15. Nope! Though not because of the cumbersome thing (well that too, but that's not the reason I note.) The grip works on blaster carbines, blaster rifles, or slugthrowers. A disruptor is none of those things. If the grip were meant to work on disruptors, it would either be on the list or the grip would work with all "rifle sized weapons" or something. Stuff that's self cancelling pretty much does that. Typically items that don't cancel can stack, even if they occupy the same space on the weapon. So like you can mount a telescopic and multioptic scope on the same weapon for a telescopic multioptic sight. Yes, because the ability to use a carbine one-handed is a narrative feature, not a hard mechanic. Confusion about that is likely why that is dropped from their description in other cores.
  16. Military belt pouch found in Dangerous Covenants. Holds 2 Enc 0 items and allows them to be drawn as an incidental. Perfect for Stimpacks.
  17. Well done! The bobtail cargo master is actually pretty neat looking!
  18. This I can get behind a bit. Visualization can help things a lot, so using an oversized hex or grid to visualize a major space battle can really help keep things in order. I say oversized because I see something like the Battle of Scarif being only about a 3x3 workspace with the entire rebel fleet able to fit into a single cell with room to spare.
  19. Yeah pretty much. The HP is just a representation of how much additional stuff a hilt can support. So that can be a big honking HP3 crystal, or a tiny HP1 crystal and some other hilt attachments. Probably pretty rarely. Unless the workshop lost power, or was under attack, or what have you, you wouldn't have much reason to have setbacks (also those probably aren't the time to do a big 12 hour crafting project anyway as you probably have more pressing issues to deal with.) That Talent applies to ALL Mechanics checks the character makes though, not just crafting. So it would apply to repairing an item (crafted, bought, or salvaged), or getting a speeder running, or any number of other things, and that's where you're more likely to find Setbacks.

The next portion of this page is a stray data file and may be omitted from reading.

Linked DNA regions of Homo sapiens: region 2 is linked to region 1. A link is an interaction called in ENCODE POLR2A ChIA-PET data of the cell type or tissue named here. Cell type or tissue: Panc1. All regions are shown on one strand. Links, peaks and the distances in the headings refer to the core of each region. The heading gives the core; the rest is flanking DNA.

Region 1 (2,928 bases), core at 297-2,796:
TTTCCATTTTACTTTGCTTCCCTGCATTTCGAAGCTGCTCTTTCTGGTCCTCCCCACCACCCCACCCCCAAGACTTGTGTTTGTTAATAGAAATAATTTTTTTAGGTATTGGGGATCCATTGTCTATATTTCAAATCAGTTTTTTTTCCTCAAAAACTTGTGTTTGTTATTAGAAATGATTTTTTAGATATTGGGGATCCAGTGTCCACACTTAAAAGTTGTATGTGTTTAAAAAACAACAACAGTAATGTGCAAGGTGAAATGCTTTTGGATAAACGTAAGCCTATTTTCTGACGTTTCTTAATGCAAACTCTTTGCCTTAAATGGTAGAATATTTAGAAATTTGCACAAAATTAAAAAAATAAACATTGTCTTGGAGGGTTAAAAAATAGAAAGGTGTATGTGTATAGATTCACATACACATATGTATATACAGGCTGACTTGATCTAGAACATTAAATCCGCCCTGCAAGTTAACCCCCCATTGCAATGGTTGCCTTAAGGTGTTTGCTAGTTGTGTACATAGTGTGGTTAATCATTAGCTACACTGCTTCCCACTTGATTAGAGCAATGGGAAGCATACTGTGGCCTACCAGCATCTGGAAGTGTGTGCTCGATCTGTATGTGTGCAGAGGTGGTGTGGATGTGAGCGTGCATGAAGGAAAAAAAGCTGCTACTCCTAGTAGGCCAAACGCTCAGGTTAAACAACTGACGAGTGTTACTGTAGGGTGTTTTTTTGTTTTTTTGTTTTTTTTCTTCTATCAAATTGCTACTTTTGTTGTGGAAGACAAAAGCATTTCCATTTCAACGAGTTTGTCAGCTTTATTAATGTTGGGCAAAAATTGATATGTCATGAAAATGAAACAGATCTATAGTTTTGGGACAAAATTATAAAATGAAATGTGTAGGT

20. No, it's just that this is a rather old question and the answer is basically: The system doesn't really work like that, and while you can try, it will break down at some point as the ranges are meant to be pretty abstract.
  21. EotE core covers docking clamps, which would support both these things if you so desired. Many also believe the Ghost had the Retrofit Hanger option to handle the Phantoms, which is an also valid point of view on that. As for a weapons pod, I'm not 100% clear on how that would be significantly different from just adding on more weapons conventionally.
  22. Mines and the deployment system are in No Disintegrations. While nothing is called a "seismic charge" they otherwise do roughly the same thing.